Somehow I managed to explain what I want to, and some employee came out with the form number 13. I remembered that my form should be number 9, and that really paid off since the form 13 is the application for a certificate, which requires taking exams in Czech.

The employee did not speak English very well, and it took about 5 minutes to figure out that it is indeed possible to fulfill my request, but that’s an another department’s area. After about 5 more minutes we found out that the man speaks Russian, and we solved it almost instantly.

It turned out that nobody has checked the email yet, but as soon as I am here, it will be done today ๐Ÿ™‚

In some hours I got an email that I have to sign the form and pay the fees. Unfortunately the form must be signed by hand, so I needed to visit them once more. But this time I had an appointment. The fees could be paid by buying special stamps for government services (they are called kolki), they are available at any post office. So I handed out the stamps, signed the form, and now expect the certificate in 2-3 days.

EASA Night Rating (NVFR): Navigation/Cross-Country Flight

Night rating in essential for having the Instrument Rating checkride according to my school curriculum. Usually students just obtain it in spring or autumn (because of early sunset) after their PPL, but I came for the EASA Competency-Based IR after getting a FAA CPL, and somehow started my instrument training before getting a night rating.

EASA night rating requires 5 hours of training at night without any checkride from the authorities. Single-Engine night flying is more dangerous and require better skills, so there are not so many instructors willing to do that. Additionally, in summer there are a lot of students, and instructors are flying all day, so they are tired to fly at night. Moreover, the sunset is very late, and the weather is not so perfect for night VFR – we have at most 2 flyable nights in a week.

As a result, the queue of students waiting for their Night VFR accumulated pretty quickly, and I’ve been waiting for my night training more than a month. And without NVFR rating I was not able to schedule an instrument checkride and start commercial training. Literally, I’ve spent more than a month for fly less than 5 hours!

I really started to consider going to Ostrava for some days to get it with another flight school (it’s about 400 km driving one-way and about 1.5x more expensive than in my school), but finally just a day before I supposed to go I got a call that my training can be done tonight.

Our Cessna at the ramp

The weather was great: clear sky, steady wind, almost no turbulence. It as a little cold though. The forecast for tomorrow and the day after tomorrow was not so good: light rain and clouds. We decided that today is better to fly cross-country, since we can’t tell when it would be possible again.

Usually our school students fly night cross-countries to Brno: the airport is controlled, there is always somewhere on the tower, the approach is rather simple, and the airport is certified for night flights. It is not so far as Ostrava, and far enough to meet the night cross country requirements.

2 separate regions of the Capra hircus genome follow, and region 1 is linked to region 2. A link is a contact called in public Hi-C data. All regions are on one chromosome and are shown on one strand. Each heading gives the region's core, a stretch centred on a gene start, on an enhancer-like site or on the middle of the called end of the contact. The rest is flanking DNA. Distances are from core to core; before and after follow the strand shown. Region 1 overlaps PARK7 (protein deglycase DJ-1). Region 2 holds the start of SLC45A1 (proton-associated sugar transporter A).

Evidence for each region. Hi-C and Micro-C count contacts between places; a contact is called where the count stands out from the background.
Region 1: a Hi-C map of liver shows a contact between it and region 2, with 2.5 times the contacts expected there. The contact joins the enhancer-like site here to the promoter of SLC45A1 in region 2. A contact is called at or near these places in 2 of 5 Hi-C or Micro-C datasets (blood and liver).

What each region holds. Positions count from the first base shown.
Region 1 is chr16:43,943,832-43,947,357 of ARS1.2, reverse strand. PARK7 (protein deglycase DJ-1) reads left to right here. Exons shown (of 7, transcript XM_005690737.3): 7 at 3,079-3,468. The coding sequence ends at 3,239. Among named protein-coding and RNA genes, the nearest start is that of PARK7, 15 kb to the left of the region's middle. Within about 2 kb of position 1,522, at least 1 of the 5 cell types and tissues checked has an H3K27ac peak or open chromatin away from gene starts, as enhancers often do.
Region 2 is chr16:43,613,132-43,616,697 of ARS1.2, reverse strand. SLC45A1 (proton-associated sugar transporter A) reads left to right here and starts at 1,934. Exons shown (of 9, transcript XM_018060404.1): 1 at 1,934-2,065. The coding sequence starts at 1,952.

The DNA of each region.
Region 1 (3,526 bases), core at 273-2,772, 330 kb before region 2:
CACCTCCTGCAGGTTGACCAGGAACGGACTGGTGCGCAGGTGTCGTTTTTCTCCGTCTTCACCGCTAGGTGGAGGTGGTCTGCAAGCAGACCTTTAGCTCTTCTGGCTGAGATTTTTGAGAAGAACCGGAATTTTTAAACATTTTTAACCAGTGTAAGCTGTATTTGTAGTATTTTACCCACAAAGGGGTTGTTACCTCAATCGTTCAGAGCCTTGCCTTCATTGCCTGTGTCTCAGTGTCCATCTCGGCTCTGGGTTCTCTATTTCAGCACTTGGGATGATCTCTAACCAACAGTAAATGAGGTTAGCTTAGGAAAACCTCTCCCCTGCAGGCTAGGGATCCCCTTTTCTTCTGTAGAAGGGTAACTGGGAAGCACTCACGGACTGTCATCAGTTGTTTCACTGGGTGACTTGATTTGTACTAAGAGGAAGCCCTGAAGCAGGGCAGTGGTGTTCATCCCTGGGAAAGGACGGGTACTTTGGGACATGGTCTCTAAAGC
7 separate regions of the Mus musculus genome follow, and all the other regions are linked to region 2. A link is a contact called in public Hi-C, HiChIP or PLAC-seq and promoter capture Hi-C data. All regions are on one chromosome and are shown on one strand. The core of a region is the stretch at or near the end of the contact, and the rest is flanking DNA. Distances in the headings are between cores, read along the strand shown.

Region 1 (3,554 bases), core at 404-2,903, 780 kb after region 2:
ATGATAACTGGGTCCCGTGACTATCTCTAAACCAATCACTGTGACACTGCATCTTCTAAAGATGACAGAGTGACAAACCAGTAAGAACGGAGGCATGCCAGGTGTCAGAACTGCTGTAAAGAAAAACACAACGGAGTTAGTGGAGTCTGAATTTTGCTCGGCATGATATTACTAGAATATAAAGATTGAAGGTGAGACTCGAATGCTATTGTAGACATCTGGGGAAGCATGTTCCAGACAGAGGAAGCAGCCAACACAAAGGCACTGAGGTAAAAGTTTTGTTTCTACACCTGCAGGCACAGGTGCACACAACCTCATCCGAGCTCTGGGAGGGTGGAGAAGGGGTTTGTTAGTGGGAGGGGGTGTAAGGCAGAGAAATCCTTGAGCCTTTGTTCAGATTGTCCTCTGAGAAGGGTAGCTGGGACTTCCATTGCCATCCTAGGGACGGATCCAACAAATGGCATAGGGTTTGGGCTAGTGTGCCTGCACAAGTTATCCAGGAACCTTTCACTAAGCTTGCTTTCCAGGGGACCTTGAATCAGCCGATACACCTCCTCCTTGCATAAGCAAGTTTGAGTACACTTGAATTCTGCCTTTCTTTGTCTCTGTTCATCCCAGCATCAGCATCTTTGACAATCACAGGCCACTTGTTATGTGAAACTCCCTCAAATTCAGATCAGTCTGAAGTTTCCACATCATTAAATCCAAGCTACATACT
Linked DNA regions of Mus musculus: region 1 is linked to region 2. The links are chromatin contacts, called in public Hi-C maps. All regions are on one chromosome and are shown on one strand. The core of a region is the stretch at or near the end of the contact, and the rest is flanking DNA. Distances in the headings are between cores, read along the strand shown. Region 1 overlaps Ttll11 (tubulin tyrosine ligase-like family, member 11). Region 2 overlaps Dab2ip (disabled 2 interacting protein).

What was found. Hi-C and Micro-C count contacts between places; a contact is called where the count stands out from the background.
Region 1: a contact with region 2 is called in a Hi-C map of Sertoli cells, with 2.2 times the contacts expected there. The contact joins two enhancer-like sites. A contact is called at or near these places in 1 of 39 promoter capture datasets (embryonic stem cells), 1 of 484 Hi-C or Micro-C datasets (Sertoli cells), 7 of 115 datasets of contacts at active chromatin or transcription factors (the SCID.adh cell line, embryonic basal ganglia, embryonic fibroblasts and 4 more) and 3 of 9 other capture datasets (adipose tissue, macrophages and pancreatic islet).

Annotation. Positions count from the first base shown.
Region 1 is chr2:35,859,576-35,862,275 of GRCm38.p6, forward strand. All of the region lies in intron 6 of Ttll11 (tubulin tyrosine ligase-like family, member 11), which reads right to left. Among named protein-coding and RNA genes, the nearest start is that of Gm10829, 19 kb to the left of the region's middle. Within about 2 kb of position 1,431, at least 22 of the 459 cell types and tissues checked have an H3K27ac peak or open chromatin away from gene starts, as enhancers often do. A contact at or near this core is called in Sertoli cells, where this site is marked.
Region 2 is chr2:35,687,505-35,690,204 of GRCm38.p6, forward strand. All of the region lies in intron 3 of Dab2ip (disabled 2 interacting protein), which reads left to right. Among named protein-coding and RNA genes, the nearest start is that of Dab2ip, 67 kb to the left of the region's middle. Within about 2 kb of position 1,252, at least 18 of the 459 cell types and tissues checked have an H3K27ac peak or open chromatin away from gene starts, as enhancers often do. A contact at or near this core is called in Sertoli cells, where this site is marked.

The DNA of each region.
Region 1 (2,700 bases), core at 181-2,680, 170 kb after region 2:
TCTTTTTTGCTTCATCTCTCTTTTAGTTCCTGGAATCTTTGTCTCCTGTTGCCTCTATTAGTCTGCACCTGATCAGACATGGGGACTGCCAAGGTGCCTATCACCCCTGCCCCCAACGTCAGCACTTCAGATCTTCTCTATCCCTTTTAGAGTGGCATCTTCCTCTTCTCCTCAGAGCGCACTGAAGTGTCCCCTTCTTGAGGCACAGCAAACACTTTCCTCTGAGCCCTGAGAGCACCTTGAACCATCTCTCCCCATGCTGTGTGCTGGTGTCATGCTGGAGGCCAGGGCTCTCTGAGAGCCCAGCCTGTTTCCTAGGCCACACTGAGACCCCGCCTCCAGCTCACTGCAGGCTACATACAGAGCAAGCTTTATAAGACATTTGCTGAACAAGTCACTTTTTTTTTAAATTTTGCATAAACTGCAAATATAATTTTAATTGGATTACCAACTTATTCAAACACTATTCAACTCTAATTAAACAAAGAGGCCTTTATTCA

It is essential in Czech Republic to file a flight plan for night VFR. And, of course, it’s necessary to have the convenient relevant VFR maps. In other words, it’s time to activate ForeFlight Europe subscription. Finally we have a good popular EFB (Electronic Flight Bag)for flying in Europe. We did have a SkyDemon before, it is good enough and it is a de-facto standard EFB for VFR flights in Czech Republic, but ForeFlight is still way better. I am happy that they finally added Europe.

Night flying is simply beautiful. It’s amazing! The air is calm, the traffic is rare, and the scenery is astonishing.

It’s safer to fly higher at night since the altitude buys some time in case of something unpredictable. We’ve chosen FL070 to fly there and FL080 on the way back. It’s about 2 km above the ground.

Brno tower – sorry for the photo quality

The Brno airport looked pretty much like Gainesville (rather small regional airport in Florida). It is one of the largest and busiest in Czech Republic though. The ATC was nervous somehow, and asked to fly below the TMA (Terminal Control Area – class D controlled airspace) even though there were no other traffic. I made some photos of smartwings’ boeing after landing ๐Ÿ™‚

Jet airplanes in Brno

On the way back we asked to overfly Prague, and got a clearance. It’s marvelous to fly over a big city in a small plane!

I remember that I did not see any significant difference between day and night landings in the US: with good landing lights and wide concrete/asphalt runway it looked very similar. And now I finally understood what’s the problem. The difference becomes obvious on a grass runway with not-so-powerful landing lights. Even for a concrete runway you clearly see the advantage of LED ๐Ÿ™‚

Grass runway landing at night initially looks like a “black hole landing” – like seaplane landing on a glassy water, when you cannot perceive height very well. Actually it is not so bad, and after 2-3 landings with an instructor you can do it rather well, but initially the difference with a day landing is huge.

Night flying is rather close to instrument flying. You cannot always see the horizon, you cannot always see the obstacles, and you must trust your instruments. I believe it can be very challenging after day VFR only, but after some instrument experience it is not so surprising. It is not actually my first night flight too – I had some training in the US for my commercial license.

Finally, my night cross country is done. I still need some circuits time, but the most weather-critical part is done. And night flying is really beautiful.